Guitars from Club Muse: Roger Sweet

When I'm working on exhibits, I try to pick subjects that appeal to both our public and to our Education department. After all, with the increasing emphasis on visitor experience in museum settings, it would be foolhardy to ignore the programming side of our mission. In the case of a show like Seeing Cats and Dogs, which was on view in Spring River Gallery earlier this year, I picked a theme to which many of our visitors can relate, in this case our society’s love of pets. For other shows, I consider the actual class schedule itself, and think about shows that can speak directly to our own programming. In the case of our latest exhibit, Guitars from Club Muse: Roger Sweet, I was able to accomplish both in one fell swoop. 

When it comes to musical instruments, the guitar is arguably one of the most cherished in our culture today, accompanying genres as diverse as folk music, stadium rock, and classical. Think about it, how many people have you seen playing guitar on the street corner or tackling open mic at the local coffee shop? Try to recall of all the songs you've heard that explicitly mention guitars in their lyrics: "Johnny B. Goode," "Jukebox Hero," "Ziggy Stardust," the list goes on. There's even an indie, post-apocalyptic, rockabilly movie called Six-String Samurai, with the main protagonist being a Buddy Holly type boasting formidable musical and martial-arts skills (seriously, I'm not making this up).  And don't try to pretend that you've never heard of Guitar Hero.

The guitar has also been engaging the visual arts for centuries. You'll find their ancestors in medieval religious paintings, for instance, played by angels serenading the Madonna and Child. You can also see them in seventeenth-century genre paintings, usually as music students pursue their lessons or lovers endeavor to woo their paramours. Most famously perhaps, they are regular players in the Cubist explorations of Pablo Picasso. In short, the guitar is no stranger to the visual arts.

Trinity Site
For artist Roger Sweet, however, the guitar not only inspires art, but becomes the art itself. Based in Jemez Springs, New Mexico, Sweet has spent over three decades creating sculptures out of guitars, resulting in a distinct body of work that uses this instrument’s enduring popularity to explore different ideas.

Sweet typically begins his process by sealing the sound hole shut and then drilling a smaller hole into the instrument capable of accommodating the spout of a can of expandable foam. He next fills the guitar’s hollow cavity with foam, turning the instrument into a solid object that can more readily be cut apart and shaped into new forms. Using paint, found objects, and other materials, Sweet then transforms his guitars into dancing figures, furniture, and other compositions.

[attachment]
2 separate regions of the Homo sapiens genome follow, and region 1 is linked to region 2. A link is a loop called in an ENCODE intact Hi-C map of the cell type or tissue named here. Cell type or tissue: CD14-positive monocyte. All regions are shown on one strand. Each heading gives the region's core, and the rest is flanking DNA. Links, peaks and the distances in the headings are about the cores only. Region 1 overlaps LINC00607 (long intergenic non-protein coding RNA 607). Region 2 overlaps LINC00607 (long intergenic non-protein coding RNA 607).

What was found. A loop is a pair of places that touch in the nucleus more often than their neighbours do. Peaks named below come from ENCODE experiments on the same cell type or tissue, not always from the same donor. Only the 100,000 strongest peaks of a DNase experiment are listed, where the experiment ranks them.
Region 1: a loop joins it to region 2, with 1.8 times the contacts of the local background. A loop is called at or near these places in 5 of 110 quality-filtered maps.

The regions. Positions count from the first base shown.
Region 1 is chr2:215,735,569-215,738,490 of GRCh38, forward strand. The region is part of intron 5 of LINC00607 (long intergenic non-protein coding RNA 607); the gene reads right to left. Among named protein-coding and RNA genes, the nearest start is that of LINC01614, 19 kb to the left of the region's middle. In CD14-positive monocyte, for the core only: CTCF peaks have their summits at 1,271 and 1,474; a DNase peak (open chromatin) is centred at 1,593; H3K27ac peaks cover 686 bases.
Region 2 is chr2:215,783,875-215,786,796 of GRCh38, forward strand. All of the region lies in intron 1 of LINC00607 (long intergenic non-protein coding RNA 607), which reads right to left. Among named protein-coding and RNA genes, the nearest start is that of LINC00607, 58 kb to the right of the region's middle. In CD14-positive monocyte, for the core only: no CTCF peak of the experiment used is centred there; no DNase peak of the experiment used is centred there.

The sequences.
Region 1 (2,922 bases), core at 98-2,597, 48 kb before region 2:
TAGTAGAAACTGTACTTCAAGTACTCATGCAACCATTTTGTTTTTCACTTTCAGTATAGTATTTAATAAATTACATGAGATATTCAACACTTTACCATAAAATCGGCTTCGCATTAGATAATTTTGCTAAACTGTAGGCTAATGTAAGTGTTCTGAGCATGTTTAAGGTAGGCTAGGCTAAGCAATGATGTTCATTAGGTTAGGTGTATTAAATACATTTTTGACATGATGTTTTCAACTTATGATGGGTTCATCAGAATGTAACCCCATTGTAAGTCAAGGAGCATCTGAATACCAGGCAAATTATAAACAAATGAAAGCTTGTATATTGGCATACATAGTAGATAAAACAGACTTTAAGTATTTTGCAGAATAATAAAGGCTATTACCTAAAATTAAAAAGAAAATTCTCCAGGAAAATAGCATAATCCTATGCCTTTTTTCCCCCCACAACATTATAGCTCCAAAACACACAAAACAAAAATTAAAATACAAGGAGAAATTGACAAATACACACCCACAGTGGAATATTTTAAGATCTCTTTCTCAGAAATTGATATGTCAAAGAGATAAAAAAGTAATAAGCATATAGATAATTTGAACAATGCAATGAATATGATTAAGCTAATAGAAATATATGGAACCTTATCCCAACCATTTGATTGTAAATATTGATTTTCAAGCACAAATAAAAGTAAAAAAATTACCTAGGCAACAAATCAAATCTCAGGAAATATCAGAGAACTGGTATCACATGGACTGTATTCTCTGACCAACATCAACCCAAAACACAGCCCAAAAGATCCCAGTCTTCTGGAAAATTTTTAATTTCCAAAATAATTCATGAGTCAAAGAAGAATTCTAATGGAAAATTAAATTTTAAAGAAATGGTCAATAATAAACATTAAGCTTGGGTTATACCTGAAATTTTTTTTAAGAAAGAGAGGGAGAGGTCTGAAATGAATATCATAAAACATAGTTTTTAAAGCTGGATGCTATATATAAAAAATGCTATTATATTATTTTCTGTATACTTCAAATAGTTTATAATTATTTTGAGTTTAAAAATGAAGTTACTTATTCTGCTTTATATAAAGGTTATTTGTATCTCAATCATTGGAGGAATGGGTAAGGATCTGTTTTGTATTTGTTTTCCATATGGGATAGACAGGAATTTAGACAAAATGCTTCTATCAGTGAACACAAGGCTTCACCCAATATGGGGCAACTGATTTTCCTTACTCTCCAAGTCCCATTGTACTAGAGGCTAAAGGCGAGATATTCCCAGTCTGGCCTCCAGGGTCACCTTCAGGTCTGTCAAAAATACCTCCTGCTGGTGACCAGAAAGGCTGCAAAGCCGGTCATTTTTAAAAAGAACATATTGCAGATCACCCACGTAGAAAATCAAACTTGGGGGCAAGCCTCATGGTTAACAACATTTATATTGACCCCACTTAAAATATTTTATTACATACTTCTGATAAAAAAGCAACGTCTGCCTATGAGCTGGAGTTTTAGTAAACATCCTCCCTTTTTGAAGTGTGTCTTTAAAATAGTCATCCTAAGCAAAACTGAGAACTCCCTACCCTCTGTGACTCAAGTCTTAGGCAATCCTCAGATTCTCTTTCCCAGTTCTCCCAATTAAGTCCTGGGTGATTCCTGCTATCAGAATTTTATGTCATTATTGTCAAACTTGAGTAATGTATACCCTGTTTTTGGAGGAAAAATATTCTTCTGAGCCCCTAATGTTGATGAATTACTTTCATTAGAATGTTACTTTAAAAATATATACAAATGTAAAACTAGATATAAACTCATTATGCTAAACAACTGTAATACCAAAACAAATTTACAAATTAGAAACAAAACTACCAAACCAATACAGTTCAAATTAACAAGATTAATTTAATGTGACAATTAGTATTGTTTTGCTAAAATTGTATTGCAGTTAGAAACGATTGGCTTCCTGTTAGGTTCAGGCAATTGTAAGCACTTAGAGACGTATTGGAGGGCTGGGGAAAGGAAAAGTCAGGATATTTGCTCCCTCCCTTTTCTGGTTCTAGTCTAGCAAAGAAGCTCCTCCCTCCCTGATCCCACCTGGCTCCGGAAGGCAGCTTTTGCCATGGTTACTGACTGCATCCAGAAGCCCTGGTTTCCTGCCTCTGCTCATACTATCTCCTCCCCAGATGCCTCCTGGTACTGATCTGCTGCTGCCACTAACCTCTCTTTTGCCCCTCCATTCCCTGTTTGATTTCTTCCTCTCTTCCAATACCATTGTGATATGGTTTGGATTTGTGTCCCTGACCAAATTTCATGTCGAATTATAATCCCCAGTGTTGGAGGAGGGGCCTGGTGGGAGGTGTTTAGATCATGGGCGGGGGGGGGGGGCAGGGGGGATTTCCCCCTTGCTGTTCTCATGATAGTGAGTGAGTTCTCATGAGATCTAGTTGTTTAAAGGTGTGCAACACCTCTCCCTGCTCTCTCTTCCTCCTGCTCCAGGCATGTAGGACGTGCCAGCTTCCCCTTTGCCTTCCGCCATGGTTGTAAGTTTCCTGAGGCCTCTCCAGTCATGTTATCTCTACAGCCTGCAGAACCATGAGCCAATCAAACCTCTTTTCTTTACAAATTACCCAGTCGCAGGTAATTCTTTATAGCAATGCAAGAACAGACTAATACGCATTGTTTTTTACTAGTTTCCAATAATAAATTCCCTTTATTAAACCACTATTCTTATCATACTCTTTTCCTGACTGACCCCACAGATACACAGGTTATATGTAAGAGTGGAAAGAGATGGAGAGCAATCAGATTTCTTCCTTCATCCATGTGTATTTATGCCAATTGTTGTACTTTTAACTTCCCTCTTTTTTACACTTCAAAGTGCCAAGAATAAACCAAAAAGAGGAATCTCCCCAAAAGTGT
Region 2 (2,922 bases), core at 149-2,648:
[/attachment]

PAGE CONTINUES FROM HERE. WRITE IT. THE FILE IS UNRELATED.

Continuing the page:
Nude Descending a Staircase

The topics that Sweet addresses are as diverse as the guitar’s musical repertoire. Many of his pieces concern the history of art itself, placing his work in a dialogue with the vast legacy of human creative expression. Among the most direct examples is Nude Descending a Staircase, which pays homage to Marcel Duchamp’s seminal 1912 painting of the same name. Rather than show the nude in a static pose, Duchamp strove to depict motion itself by painting several consecutive moments flowing together in a continuous movement. Similarly, Sweet’s Nude Descending a Staircase suggests motion through its very structure, with its reassembled parts flowing downward in a series of angles and lines. The sculpture both commemorates its artistic precedent and creates a new one, with each part acknowledging the guitar’s original form and its subsequent transformation.

It's All Rock and Roll
Other works explore more overtly political or historical issues and events. Among the most prevalent social concerns in Sweet’s oeuvre are the anxieties surrounding the Cold War, which are explored in It’s All Rock and Roll. Initially, this chair appears to celebrate mid-twentieth-century aesthetics, with its title and incorporation of the guitar honoring the energetic musical genre associated with this era. The work also features period linoleum stamped with swirling patterns suggestive of abstracted galaxies and nebulae, evoking the futuristic optimism frequently associated with midcentury modern design. Yet beneath the seat cushion on this work, Sweet has surreptitiously included the front page of a newspaper found in the same house where the linoleum was actually recovered. Dating from 1945, the paper features an article describing the dropping of the atomic bomb on Nagasaki. Sweet’s work cleverly encapsulates Cold War contradictions, visually conveying the dual potential for total annihilation and technological advancement represented by the development of atomic power.

Compelling as these works may be individually, however, together Sweet’s guitars also form a narrative chronicling this artist’s life journey. Each piece addresses a different historical, artistic, or personal subject, forming chapters within a larger narrative that chronicles Sweet’s ongoing efforts to reconcile humanity’s complex and often violent history with its positive creativity. 

It is only appropriate, then, that the culminating chapter in this visual narrative is The Three Muses, completed in 2014. Sculpturally, it is the most complex work, with its three dancing figures, but more than a display of technical prowess, it is a paean to creativity. In Greek and Roman mythology, the Muses were goddesses representing literature, science, and the arts, and throughout the history of Western art, these female figures recur as visual metaphors for inspiration. Simultaneously referencing visual art, music, and dance, The Three Muses embodies the arts as the crux of cultural vitality, and celebrates what all of these sculptures represent: the guitar as a vehicle for creativity.